The internal stair of the penthouse needs to compete with a lift, and so provides and pleasurable and senusual ascension to the upper living spaces. Placed between the old and new parts of the building it forms a vertical and horizontal connection. © Justin Alexander
Spiral staircases have a unique characteristic in creating a rigid and self-supporting form that requires no beams or columns. In this case the spiral plywood balustrade is a strong shape that will not distort. © Justin Alexander
The best aspect of this stair is how the balustrade is overlaid with the original mid 1920s window, retaining its outlook and light. © Justin Alexander
The monochrome kitchen opens out onto a terrace. Joinery by Space Joinery, Lighting by Tangent Light , splashback design by Jane McNeill, Tiles by Bisanna Tiles. © Justin Alexander
The complex personalities of the residents are portrayed by the dichotomy of the design; a modern, urbane attitude balanced with old world culture and family history, enthusiastic about contemporary art, architecture and cosmopolitan living. In this scenario, an important role is played by the interior décor than in a more capacious suburban setting.
“Mirror mirror… who in this realm is the fairest of them all?” Jane McNeill’s masterful joinery is hard to beat with its dark American oak timber veneers, carara marble benchtop, polished chrome framed mirror, ottoman by Eileen Grey and frosted glass wall between the dressing room and ensuite bathroom to provide defused natural light for this otherwise landlocked space. © Justin Alexander
Bookcases and a television blend in amongst the owner’s collected art, including paintings by Euan McLeod and Sali Herman, and their design classic furniture pieces including a Hans J Wegner ‘Papa Bear’ wingback chair and ottoman. (right). To the rear of the image the lift door can be seen, integrated into a bookshelf. © Justin Alexander
So as to abridge the insides of a large house into this city pad, the functionality of every millimetre of space is planned with deliberation. With the diverse assortment of furniture and art; the adept joinery design by Project Architect Jane McNeill is directed to provide the maximum possible storage for the owners. At the same time, the design lends refinement to the interior décor in touches such as the dressing table in the dressing room.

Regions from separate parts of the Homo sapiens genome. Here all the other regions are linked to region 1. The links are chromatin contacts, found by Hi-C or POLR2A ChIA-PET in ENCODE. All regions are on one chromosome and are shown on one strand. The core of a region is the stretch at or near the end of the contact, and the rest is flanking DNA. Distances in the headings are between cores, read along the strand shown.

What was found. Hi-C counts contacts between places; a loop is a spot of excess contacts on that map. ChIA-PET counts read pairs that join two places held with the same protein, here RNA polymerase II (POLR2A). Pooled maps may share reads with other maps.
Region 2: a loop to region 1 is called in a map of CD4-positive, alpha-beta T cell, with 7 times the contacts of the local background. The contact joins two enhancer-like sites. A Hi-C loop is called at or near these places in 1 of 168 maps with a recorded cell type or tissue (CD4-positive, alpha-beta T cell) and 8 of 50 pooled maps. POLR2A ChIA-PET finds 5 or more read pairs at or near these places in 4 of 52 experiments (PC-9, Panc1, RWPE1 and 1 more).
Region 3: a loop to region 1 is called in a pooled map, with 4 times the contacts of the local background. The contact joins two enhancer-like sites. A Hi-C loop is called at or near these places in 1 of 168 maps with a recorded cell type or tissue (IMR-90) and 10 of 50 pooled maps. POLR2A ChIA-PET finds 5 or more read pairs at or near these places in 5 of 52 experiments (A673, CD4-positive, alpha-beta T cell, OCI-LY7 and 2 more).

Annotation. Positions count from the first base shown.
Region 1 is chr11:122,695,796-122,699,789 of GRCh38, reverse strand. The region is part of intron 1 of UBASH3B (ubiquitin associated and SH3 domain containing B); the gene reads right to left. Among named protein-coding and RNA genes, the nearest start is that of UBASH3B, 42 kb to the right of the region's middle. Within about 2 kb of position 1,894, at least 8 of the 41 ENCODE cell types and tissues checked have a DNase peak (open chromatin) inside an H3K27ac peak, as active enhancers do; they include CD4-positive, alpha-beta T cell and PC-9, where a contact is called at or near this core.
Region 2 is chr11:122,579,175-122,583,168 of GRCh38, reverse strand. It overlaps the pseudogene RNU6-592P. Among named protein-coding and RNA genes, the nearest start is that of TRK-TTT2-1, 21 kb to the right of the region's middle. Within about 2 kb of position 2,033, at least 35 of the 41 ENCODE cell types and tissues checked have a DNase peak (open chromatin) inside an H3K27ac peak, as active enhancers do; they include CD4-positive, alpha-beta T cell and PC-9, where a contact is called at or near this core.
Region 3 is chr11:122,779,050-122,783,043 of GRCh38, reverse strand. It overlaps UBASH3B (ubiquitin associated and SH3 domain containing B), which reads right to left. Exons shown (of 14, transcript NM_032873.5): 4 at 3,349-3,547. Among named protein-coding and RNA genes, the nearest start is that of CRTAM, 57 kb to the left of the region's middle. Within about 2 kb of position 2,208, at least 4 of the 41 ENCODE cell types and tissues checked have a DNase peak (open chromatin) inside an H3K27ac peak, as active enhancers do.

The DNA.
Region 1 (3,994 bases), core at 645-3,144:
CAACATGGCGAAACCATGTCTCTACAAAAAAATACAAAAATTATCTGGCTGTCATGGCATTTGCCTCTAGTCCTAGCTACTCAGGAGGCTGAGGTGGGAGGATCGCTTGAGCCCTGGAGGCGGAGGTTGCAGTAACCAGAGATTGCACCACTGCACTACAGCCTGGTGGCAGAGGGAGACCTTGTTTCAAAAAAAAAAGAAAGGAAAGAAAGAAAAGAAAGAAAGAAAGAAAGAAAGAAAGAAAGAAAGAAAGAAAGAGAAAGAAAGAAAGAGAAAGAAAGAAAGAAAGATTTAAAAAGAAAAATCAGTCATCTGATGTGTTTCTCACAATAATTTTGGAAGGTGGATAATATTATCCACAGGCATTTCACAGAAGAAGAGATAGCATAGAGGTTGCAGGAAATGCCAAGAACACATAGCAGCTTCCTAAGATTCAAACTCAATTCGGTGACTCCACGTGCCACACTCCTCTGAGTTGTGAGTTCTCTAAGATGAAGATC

Also with city views, the master ensuite bathroom features a graphicly angular corian benchtop, Lea Ceramica tiled floor carara marble bath surround and pure untiled walls. The morning ablutions are performed in a “cabinet d’ etude”, a study like space. © Justin Alexander
The main bathroom is located in the 1920s part of the apartment and so features metro style ceramic tiles with the exceedingly tight grout joints characteristic of the period. © Justin Alexander
A small library where one can read and contemplate the sky through a porthole window or glazed roofhatch. The stair, built on top of the kitchen pantry leads up to the roofhatch. © Justin Alexander
Gauging the learned owners and their love for their books, Jane crafted a library for them along with a study room with space for a snug arm chair, tucked behind the Jacobs Ladder. The ladder climbs up to a varnished roof hatch and a designed roof terrace, with a spa pool complete with a backdrop of the magnificent city skyline.
– Tanvi Naik, Volume Zero.